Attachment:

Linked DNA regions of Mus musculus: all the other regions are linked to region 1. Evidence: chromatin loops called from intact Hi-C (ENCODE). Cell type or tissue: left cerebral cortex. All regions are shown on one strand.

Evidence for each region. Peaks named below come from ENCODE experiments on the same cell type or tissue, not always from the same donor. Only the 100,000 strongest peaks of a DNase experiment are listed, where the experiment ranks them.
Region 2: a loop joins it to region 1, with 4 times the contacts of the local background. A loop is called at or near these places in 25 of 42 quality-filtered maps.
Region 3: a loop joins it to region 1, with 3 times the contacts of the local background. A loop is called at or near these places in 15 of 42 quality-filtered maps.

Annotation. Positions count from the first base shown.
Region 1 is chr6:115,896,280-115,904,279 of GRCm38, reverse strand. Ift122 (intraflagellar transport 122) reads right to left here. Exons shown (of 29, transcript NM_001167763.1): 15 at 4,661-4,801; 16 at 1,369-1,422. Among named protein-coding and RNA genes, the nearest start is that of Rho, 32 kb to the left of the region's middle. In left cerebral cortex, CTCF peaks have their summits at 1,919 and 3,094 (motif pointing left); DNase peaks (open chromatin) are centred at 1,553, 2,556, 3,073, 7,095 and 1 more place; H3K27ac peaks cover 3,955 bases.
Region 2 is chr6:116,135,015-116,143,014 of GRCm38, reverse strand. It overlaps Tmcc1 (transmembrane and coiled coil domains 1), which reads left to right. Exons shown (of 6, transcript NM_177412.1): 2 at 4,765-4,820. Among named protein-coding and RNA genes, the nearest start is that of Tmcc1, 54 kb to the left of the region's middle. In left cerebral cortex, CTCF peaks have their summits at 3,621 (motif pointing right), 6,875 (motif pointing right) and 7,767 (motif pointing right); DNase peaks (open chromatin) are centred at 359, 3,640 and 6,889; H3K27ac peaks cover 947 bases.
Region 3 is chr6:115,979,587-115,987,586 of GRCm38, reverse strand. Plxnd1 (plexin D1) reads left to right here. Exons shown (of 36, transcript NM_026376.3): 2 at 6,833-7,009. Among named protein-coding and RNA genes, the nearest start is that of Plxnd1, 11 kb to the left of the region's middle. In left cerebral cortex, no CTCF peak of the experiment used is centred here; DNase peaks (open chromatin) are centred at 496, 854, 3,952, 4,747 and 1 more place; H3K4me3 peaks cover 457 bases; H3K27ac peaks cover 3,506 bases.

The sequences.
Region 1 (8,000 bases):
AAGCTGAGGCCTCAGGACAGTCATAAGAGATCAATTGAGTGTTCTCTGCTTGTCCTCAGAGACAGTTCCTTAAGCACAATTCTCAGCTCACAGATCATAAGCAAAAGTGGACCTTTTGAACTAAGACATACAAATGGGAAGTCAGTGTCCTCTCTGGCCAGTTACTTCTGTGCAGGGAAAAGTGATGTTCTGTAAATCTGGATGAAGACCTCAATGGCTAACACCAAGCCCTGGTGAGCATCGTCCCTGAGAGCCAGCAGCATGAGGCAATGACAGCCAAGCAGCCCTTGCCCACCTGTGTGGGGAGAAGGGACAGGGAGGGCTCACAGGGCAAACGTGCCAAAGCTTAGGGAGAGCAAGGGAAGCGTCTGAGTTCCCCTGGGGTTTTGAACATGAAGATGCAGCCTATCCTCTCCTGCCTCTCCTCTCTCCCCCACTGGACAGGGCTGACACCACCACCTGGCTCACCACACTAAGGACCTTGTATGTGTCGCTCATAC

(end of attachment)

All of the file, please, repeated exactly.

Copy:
Linked DNA regions of Mus musculus: all the other regions are linked to region 1. Evidence: chromatin loops called from intact Hi-C (ENCODE). Cell type or tissue: left cerebral cortex. All regions are shown on one strand.

Evidence for each region. Peaks named below come from ENCODE experiments on the same cell type or tissue, not always from the same donor. Only the 100,000 strongest peaks of a DNase experiment are listed, where the experiment ranks them.
Region 2: a loop joins it to region 1, with 4 times the contacts of the local background. A loop is called at or near these places in 25 of 42 quality-filtered maps.
Region 3: a loop joins it to region 1, with 3 times the contacts of the local background. A loop is called at or near these places in 15 of 42 quality-filtered maps.

Annotation. Positions count from the first base shown.
Region 1 is chr6:115,896,280-115,904,279 of GRCm38, reverse strand. Ift122 (intraflagellar transport 122) reads right to left here. Exons shown (of 29, transcript NM_001167763.1): 15 at 4,661-4,801; 16 at 1,369-1,422. Among named protein-coding and RNA genes, the nearest start is that of Rho, 32 kb to the left of the region's middle. In left cerebral cortex, CTCF peaks have their summits at 1,919 and 3,094 (motif pointing left); DNase peaks (open chromatin) are centred at 1,553, 2,556, 3,073, 7,095 and 1 more place; H3K27ac peaks cover 3,955 bases.
Region 2 is chr6:116,135,015-116,143,014 of GRCm38, reverse strand. It overlaps Tmcc1 (transmembrane and coiled coil domains 1), which reads left to right. Exons shown (of 6, transcript NM_177412.1): 2 at 4,765-4,820. Among named protein-coding and RNA genes, the nearest start is that of Tmcc1, 54 kb to the left of the region's middle. In left cerebral cortex, CTCF peaks have their summits at 3,621 (motif pointing right), 6,875 (motif pointing right) and 7,767 (motif pointing right); DNase peaks (open chromatin) are centred at 359, 3,640 and 6,889; H3K27ac peaks cover 947 bases.
Region 3 is chr6:115,979,587-115,987,586 of GRCm38, reverse strand. Plxnd1 (plexin D1) reads left to right here. Exons shown (of 36, transcript NM_026376.3): 2 at 6,833-7,009. Among named protein-coding and RNA genes, the nearest start is that of Plxnd1, 11 kb to the left of the region's middle. In left cerebral cortex, no CTCF peak of the experiment used is centred here; DNase peaks (open chromatin) are centred at 496, 854, 3,952, 4,747 and 1 more place; H3K4me3 peaks cover 457 bases; H3K27ac peaks cover 3,506 bases.

The sequences.
Region 1 (8,000 bases):
AAGCTGAGGCCTCAGGACAGTCATAAGAGATCAATTGAGTGTTCTCTGCTTGTCCTCAGAGACAGTTCCTTAAGCACAATTCTCAGCTCACAGATCATAAGCAAAAGTGGACCTTTTGAACTAAGACATACAAATGGGAAGTCAGTGTCCTCTCTGGCCAGTTACTTCTGTGCAGGGAAAAGTGATGTTCTGTAAATCTGGATGAAGACCTCAATGGCTAACACCAAGCCCTGGTGAGCATCGTCCCTGAGAGCCAGCAGCATGAGGCAATGACAGCCAAGCAGCCCTTGCCCACCTGTGTGGGGAGAAGGGACAGGGAGGGCTCACAGGGCAAACGTGCCAAAGCTTAGGGAGAGCAAGGGAAGCGTCTGAGTTCCCCTGGGGTTTTGAACATGAAGATGCAGCCTATCCTCTCCTGCCTCTCCTCTCTCCCCCACTGGACAGGGCTGACACCACCACCTGGCTCACCACACTAAGGACCTTGTATGTGTCGCTCATAC